REVIEW by Harriet Robbins

Nobel Prize winner Imre Kertesz, a Hungarian writer who survived Auschwitz as a young man, visited the camp often in his later years and wrote about his survival throughout his lifetime. He was cited by the Swedish Academy for "writing that upholds the fragile experience of the invididual against the barbaric arbitrariness of history. For him, Auschwitz is not an exceptional occurence that like an alien body subsists outside normal history of Western Europe. It is the ultimate truth about human degradation in modern existence."

The Nobel prize of one million dollars will no doubt help move Kertesz out of the shadows and into the limelight of fame.

Kertesz, who was born in Budapest and is of Jewish descent, was sent to Auschwitz while in his teens. He was freed in 1945. Two of his books have been published (in English) by Northwestern University Press. The company plans to reissue these books--FAITHLESS and KADDISH FOR A CHILD NOT BORN--in the coming months.

I found both books extremely moving. Despite his horrendous experiences, he managed to survive not only by his own will but with the help of his fellow prisoners. The nature of mankind is fully reviealed. Yes, the spirit of good is in man, revealed when you least expect it. That spirit must be acknowledged as in these troubled times we need to know that all is not hopeless, that the spark of goodness will ignite and bring a better understanding in the future.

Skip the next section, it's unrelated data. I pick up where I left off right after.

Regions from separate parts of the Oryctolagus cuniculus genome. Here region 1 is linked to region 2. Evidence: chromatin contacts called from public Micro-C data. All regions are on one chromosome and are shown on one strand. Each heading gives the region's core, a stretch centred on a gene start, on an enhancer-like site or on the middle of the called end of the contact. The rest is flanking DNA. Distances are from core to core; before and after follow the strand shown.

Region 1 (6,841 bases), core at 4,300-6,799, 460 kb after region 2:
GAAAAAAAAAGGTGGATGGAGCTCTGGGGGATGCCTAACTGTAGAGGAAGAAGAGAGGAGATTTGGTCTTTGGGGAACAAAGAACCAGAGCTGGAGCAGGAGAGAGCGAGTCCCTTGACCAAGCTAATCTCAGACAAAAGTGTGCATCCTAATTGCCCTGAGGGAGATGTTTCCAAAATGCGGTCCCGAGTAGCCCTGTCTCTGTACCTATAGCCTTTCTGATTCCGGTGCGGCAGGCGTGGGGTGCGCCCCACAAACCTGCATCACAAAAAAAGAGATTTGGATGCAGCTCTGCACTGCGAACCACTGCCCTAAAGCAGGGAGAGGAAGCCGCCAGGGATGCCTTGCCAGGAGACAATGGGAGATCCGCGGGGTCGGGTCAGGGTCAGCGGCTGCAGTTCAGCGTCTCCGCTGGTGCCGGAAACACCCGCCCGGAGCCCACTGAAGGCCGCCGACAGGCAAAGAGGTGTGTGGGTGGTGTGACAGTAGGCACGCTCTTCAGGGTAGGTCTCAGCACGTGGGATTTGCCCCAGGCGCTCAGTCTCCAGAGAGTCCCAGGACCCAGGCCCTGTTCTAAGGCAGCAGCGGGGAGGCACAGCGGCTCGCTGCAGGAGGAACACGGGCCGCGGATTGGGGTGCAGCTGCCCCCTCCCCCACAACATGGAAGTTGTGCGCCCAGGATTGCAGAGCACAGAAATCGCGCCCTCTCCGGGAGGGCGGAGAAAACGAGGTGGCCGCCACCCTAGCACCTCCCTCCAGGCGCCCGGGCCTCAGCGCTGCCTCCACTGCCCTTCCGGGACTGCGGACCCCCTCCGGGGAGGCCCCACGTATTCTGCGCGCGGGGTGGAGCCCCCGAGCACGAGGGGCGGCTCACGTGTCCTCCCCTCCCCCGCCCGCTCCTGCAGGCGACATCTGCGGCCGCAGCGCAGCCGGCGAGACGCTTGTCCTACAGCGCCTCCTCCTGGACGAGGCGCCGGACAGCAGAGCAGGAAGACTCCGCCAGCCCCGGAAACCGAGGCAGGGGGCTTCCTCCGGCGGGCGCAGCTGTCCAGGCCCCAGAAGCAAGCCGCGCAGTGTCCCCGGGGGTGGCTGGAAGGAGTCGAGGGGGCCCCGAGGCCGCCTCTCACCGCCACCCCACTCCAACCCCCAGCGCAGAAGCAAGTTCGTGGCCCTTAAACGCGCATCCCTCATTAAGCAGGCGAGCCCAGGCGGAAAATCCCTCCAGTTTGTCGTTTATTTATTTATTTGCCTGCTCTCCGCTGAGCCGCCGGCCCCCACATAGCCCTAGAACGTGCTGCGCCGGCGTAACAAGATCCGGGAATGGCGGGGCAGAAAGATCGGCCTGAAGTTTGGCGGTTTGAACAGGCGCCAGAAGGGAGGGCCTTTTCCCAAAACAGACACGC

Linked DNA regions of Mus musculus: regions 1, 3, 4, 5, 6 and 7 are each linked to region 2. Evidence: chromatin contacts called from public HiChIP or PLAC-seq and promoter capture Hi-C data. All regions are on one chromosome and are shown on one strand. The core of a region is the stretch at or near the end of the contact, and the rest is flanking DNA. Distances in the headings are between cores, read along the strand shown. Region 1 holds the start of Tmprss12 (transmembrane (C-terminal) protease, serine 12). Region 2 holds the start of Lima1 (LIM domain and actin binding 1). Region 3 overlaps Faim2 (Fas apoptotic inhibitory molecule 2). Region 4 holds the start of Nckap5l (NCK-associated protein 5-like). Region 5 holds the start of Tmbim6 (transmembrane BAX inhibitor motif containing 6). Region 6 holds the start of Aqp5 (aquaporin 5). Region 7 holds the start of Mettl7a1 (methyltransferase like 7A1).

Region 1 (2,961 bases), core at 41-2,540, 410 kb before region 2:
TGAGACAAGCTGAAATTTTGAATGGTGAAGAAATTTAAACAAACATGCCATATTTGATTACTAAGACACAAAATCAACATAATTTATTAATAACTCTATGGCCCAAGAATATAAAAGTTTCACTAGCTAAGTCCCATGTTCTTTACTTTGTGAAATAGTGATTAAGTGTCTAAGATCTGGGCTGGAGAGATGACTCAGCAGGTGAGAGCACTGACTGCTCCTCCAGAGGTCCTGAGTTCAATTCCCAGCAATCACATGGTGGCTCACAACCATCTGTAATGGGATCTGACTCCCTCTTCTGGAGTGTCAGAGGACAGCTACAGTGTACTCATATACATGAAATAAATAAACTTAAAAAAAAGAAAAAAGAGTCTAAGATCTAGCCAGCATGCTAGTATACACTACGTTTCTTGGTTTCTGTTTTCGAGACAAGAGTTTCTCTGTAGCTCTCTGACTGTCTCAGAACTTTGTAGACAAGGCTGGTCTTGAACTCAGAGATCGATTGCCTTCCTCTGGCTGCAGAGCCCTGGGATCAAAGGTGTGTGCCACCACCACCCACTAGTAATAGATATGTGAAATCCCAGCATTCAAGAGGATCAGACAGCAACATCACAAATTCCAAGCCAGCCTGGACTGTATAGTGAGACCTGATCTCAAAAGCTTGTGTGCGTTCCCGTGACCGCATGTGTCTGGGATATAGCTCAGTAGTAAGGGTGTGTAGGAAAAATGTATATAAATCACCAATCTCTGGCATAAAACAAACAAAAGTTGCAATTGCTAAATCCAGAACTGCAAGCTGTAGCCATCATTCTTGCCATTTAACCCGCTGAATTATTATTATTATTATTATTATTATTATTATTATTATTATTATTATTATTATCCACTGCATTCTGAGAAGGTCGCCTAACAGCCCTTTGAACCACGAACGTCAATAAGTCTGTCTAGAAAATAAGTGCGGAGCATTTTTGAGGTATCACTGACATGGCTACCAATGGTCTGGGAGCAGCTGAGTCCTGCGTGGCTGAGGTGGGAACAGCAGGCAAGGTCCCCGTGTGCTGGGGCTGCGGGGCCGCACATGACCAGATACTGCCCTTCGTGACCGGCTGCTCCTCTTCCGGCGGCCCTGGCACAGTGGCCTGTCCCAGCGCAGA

There have been many films about the Holocaust, but this season the one that stands out is THE PIANIST. Directed by Roman Polanski, the Focus Feature won the Palme D'Or at Cannes and is now vying for the Academy Award and other critical prizes. Polanski at age 7 escaped from the Krakow ghetto and its Nazi overseeers. He has fashioned a tale of survival combining the themes that reflect his own personal experience with those of another Warsasw ghetto survivor, Wladylslaw Szpilman, a prominent musician. Szpilman's musical gifts and his inner strength and cunning helped him to make it through the entire Warsaw Ghetto experience. His journal of those war years has been adapted by Polanski and turned into a powerful film. Szpilman continued to compose and perform after the war.

These stories must be told and retold so that one will never forget the tragedies of the past. With the work of such master craftsmen as Polanski and Kertesz, the true spirit of man is revealed, with his capacity for both good and evil. The lessons learned from these works can help us as we head into an uncertain future.